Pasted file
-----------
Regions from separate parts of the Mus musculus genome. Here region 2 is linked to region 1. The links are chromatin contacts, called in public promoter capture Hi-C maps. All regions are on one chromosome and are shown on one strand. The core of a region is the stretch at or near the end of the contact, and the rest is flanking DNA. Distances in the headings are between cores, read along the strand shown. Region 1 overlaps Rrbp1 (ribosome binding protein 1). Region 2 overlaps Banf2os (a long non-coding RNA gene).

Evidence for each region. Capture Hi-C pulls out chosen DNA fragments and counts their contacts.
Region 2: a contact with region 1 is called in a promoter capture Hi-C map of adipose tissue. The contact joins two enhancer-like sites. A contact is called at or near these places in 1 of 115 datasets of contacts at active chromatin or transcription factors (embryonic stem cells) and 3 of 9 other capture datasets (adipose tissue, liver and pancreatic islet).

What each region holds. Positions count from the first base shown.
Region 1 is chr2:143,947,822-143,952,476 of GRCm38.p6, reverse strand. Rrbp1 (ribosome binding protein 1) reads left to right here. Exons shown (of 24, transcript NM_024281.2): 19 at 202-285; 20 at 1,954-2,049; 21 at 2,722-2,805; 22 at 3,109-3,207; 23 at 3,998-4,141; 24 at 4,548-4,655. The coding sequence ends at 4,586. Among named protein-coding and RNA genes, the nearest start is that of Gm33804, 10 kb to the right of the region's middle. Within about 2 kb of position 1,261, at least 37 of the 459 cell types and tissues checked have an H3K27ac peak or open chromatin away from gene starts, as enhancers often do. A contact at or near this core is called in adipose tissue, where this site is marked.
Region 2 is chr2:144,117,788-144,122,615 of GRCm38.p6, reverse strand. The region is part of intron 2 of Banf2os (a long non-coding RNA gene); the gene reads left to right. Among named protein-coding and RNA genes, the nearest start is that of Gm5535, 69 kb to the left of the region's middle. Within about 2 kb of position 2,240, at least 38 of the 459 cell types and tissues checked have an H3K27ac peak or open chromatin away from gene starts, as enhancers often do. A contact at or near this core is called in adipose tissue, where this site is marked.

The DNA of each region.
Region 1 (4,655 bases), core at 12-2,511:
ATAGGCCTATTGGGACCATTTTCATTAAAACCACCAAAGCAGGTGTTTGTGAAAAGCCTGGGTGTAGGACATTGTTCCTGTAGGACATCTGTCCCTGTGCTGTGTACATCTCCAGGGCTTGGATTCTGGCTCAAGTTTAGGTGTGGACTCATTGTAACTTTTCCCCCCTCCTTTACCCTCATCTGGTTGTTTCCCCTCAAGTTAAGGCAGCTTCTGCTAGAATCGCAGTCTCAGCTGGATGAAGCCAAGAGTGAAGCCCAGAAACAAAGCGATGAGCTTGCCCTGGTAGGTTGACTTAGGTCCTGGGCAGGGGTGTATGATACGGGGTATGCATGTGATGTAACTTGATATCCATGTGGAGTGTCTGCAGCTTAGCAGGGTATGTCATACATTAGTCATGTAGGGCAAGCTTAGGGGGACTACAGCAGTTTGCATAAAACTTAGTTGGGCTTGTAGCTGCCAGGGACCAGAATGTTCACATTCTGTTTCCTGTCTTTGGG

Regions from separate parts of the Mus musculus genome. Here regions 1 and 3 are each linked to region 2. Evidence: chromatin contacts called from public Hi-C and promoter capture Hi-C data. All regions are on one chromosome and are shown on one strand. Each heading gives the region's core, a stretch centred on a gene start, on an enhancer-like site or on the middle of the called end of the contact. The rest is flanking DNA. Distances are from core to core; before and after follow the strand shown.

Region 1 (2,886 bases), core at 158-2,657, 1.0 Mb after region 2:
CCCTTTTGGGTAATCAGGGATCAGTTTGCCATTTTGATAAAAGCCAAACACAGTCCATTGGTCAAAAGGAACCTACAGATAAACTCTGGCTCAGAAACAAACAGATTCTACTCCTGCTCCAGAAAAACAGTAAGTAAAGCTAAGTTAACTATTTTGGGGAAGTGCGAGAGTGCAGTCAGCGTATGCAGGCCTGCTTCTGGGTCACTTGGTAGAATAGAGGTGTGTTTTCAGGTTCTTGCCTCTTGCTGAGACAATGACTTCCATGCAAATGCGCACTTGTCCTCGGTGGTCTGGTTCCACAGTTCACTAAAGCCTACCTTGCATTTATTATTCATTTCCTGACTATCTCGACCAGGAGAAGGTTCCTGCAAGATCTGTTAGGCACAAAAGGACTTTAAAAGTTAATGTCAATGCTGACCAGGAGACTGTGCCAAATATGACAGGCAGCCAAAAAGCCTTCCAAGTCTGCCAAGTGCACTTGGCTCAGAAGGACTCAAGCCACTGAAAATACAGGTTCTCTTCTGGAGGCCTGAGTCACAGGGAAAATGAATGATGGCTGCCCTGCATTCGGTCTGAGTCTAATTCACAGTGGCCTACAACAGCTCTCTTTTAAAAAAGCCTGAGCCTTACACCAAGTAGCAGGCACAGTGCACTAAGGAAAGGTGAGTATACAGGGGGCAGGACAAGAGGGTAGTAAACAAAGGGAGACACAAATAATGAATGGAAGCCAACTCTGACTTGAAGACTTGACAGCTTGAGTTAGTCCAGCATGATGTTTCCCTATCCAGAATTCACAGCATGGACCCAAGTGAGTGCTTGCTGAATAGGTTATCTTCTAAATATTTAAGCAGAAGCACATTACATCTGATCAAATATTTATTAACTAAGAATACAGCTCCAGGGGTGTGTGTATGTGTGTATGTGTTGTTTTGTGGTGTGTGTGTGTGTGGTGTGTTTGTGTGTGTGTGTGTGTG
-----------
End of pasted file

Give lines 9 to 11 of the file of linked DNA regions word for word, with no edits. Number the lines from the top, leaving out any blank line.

ATAGGCCTATTGGGACCATTTTCATTAAAACCACCAAAGCAGGTGTTTGTGAAAAGCCTGGGTGTAGGACATTGTTCCTGTAGGACATCTGTCCCTGTGCTGTGTACATCTCCAGGGCTTGGATTCTGGCTCAAGTTTAGGTGTGGACTCATTGTAACTTTTCCCCCCTCCTTTACCCTCATCTGGTTGTTTCCCCTCAAGTTAAGGCAGCTTCTGCTAGAATCGCAGTCTCAGCTGGATGAAGCCAAGAGTGAAGCCCAGAAACAAAGCGATGAGCTTGCCCTGGTAGGTTGACTTAGGTCCTGGGCAGGGGTGTATGATACGGGGTATGCATGTGATGTAACTTGATATCCATGTGGAGTGTCTGCAGCTTAGCAGGGTATGTCATACATTAGTCATGTAGGGCAAGCTTAGGGGGACTACAGCAGTTTGCATAAAACTTAGTTGGGCTTGTAGCTGCCAGGGACCAGAATGTTCACATTCTGTTTCCTGTCTTTGGG

Regions from separate parts of the Mus musculus genome. Here regions 1 and 3 are each linked to region 2. Evidence: chromatin contacts called from public Hi-C and promoter capture Hi-C data. All regions are on one chromosome and are shown on one strand. Each heading gives the region's core, a stretch centred on a gene start, on an enhancer-like site or on the middle of the called end of the contact. The rest is flanking DNA. Distances are from core to core; before and after follow the strand shown.

Region 1 (2,886 bases), core at 158-2,657, 1.0 Mb after region 2: